The Nelson takes a long ride with Art in the Age of Steam

With speed and efficiency, the railroad pulled America westward, while in Europe, a rising tide of industrialization was often celebrated and bemoaned by artists. Art in the Age of Steam: Europe, America and the Railway, 1830-1960 carefully and beautifully unpacks this story from its rather humble but transformative beginnings.

Divided into six sections for organization and narrative purposes, this giant exhibition at the Nelson-Atkins Museum of Art is a chronological installation that unfolds organically. Beginning in the mid-1830s, early aquatints and printed books illustrate the excitement of new railway travel. Works with literal titles, such as “Travelling on the Liverpool and Manchester Railway,” depict tunnels and shafts as impressive engineering feats. An 1855 salted paper print of the railway station in Amiens, France, reveals the physical and cultural relationship of these early architectural structures to cathedrals and other sacred places.

Moving through the mid-19th century, the works reveal human interaction with trains through narrative paintings that explore the economic status of people in the train cars. Among both upper and lower classes, trains were spaces of theater. Abraham Solomon’s “Second Class: The Parting ‘Thus we part rich in sorrow, parting poor'” illustrates a widow sending off her young son to find his fortune in Australia. That we understand he’ll likely never see his family again lends emotion to the already dramatic work. Near Solomon’s painting is a Spanish work depicting a woman prisoner in a bare wood car, watched by armed guards.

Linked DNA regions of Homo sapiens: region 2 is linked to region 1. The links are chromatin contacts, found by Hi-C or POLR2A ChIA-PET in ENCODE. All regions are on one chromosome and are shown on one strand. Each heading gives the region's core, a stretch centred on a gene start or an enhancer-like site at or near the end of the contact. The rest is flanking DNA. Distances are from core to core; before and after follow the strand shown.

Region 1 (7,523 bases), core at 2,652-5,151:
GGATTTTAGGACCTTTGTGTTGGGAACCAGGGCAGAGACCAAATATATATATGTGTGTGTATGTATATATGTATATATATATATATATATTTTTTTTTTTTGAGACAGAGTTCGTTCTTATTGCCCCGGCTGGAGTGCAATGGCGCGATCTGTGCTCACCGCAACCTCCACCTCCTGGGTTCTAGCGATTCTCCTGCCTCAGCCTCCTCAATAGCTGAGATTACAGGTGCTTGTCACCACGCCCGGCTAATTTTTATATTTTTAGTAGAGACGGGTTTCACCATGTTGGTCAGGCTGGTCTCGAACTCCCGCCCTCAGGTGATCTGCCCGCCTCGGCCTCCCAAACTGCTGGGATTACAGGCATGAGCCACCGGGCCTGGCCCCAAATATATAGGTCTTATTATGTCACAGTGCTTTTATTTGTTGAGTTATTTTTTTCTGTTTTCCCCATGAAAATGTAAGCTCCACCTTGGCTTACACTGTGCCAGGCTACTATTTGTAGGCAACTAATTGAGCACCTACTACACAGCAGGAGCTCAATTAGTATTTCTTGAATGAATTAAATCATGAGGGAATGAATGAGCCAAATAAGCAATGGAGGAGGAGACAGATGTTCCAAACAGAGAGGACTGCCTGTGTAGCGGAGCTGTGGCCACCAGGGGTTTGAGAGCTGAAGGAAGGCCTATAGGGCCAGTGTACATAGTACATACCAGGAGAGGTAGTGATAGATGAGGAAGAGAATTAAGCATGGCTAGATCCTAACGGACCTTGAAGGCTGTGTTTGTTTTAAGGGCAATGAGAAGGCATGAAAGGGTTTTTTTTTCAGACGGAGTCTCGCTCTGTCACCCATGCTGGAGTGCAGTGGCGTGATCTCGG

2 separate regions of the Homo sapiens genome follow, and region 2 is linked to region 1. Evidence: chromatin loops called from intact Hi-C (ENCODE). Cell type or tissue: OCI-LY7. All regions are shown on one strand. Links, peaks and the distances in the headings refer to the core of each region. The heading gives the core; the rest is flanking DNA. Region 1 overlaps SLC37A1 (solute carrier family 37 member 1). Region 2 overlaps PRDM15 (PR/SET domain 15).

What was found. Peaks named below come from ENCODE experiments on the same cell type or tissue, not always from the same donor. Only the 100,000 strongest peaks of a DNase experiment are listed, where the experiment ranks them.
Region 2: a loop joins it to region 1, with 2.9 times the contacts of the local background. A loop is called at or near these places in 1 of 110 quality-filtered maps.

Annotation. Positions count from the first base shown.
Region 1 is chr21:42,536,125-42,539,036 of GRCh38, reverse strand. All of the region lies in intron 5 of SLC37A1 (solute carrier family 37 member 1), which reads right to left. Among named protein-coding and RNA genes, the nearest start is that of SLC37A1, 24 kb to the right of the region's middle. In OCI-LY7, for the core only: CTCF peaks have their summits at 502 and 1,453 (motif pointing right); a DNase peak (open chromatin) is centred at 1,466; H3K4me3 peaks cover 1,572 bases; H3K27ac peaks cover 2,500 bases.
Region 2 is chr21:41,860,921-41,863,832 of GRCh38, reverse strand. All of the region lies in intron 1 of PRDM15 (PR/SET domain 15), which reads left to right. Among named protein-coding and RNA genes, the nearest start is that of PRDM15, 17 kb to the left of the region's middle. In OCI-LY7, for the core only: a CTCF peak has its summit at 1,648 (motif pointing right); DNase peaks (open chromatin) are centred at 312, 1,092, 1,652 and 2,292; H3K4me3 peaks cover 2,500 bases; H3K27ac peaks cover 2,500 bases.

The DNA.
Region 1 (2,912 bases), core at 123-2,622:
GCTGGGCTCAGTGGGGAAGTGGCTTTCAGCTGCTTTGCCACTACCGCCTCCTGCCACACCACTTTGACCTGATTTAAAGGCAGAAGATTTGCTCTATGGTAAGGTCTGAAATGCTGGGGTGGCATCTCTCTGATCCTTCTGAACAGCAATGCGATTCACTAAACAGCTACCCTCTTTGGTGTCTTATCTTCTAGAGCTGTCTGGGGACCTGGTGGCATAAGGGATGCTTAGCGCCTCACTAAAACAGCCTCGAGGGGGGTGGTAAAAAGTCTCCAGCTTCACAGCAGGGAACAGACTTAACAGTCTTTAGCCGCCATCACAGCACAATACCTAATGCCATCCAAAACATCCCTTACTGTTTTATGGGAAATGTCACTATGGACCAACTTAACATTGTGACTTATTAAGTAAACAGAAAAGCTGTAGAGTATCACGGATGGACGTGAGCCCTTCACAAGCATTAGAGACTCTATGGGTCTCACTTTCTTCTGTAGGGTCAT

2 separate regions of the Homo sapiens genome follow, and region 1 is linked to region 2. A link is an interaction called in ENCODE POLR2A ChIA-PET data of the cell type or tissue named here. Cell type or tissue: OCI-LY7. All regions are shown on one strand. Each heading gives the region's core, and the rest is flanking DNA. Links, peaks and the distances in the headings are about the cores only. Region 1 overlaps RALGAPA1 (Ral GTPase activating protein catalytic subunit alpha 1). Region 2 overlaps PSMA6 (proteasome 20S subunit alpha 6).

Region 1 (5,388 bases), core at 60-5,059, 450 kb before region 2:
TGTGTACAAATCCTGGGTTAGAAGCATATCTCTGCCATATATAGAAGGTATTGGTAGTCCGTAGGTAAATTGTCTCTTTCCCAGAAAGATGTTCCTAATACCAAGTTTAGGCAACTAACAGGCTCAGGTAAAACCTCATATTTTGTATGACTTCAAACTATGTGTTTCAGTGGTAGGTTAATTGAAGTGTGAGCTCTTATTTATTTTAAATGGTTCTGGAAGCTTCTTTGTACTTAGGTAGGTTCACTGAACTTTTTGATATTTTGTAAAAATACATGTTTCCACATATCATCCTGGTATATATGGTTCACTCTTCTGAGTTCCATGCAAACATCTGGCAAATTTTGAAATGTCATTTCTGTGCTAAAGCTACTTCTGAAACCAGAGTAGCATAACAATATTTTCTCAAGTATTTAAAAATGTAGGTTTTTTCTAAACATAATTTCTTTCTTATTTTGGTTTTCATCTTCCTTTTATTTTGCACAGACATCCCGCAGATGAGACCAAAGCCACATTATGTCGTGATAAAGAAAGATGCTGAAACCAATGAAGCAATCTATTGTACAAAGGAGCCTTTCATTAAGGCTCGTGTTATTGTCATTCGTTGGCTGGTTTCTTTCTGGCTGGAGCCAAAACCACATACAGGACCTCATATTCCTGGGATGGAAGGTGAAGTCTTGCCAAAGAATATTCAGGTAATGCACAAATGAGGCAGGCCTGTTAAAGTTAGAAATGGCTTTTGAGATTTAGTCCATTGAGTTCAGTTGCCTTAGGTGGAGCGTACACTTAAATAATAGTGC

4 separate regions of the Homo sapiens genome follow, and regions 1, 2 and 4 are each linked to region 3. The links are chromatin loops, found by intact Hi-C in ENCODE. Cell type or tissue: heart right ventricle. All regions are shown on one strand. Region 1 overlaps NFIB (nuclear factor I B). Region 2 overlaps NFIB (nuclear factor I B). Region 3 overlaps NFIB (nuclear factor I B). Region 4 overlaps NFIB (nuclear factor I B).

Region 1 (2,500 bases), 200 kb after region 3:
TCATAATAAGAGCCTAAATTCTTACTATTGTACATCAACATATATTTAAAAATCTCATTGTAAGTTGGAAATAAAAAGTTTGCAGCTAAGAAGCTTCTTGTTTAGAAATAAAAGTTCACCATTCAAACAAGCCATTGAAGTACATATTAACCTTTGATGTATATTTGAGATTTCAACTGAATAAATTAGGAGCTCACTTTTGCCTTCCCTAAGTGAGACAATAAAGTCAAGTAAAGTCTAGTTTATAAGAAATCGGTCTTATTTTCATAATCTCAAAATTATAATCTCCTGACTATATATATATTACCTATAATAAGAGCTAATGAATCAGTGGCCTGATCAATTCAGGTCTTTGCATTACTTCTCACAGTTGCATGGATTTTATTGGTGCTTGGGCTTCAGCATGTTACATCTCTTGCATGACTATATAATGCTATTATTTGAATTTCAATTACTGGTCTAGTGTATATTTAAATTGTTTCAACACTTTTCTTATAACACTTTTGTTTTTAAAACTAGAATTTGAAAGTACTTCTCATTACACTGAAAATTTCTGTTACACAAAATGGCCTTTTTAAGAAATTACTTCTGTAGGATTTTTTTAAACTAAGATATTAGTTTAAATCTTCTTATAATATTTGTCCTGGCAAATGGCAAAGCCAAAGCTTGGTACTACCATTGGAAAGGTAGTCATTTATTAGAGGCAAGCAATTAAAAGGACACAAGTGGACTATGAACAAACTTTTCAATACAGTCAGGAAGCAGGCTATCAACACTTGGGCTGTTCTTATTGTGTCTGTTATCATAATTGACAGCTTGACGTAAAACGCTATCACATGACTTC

When the exhibition shifts to America, familiar motifs of Manifest Destiny emerge. Mid-century photographs document the railroad’s westward progress, and Albert Bierstadt’s “Donner Lake From the Summit” shows how the railway powered through the mountains (remember the Donner party?). Andrew Melrose’s “Westward the Star of Empire Takes Its Way — Near Council Bluffs, Iowa” gorgeously presents the train as commanding and beneficent, a literal and mythical light in the darkness. As the engine steams down the rail in the night, its potent headlight illuminates the track as a herd of deer jumps over it.

Impressionists and Post-Impressionists provide some of the more recognizable and delightful images. Paintings by Claude Monet, Camille Pissarro, Édouard Manet and Gustave Caillebotte combine industrial developments with the artists’ love of painted light. In Manet’s “The Railway (The Gare Saint-Lazare),” industry intersects with everyday life. Next to a girl with her back to us, a young woman looks directly at us. Yet our focus is with the girl, who’s looking through a gate toward a beautiful and even mysterious swirl of steam in the rail yard.

The exhibition continues with images from Thomas Hart Benton, Edward Hopper and Surrealists who use train imagery to suggest emotional or psychic states; this is perhaps the weakest portion of the exhibition. It concludes with images dedicated to the futurist ideologies of the Machine Age. French posters relating power to speed may provoke a rush of excitement, as might “Rolling Power,” an iconic work by American Charles Sheeler. In warm grays and browns, Sheeler’s hyper-realist painting of wheels and powerful cylinders is both glamorous and strangely clinical, demonstrating the relentless movement of technology.

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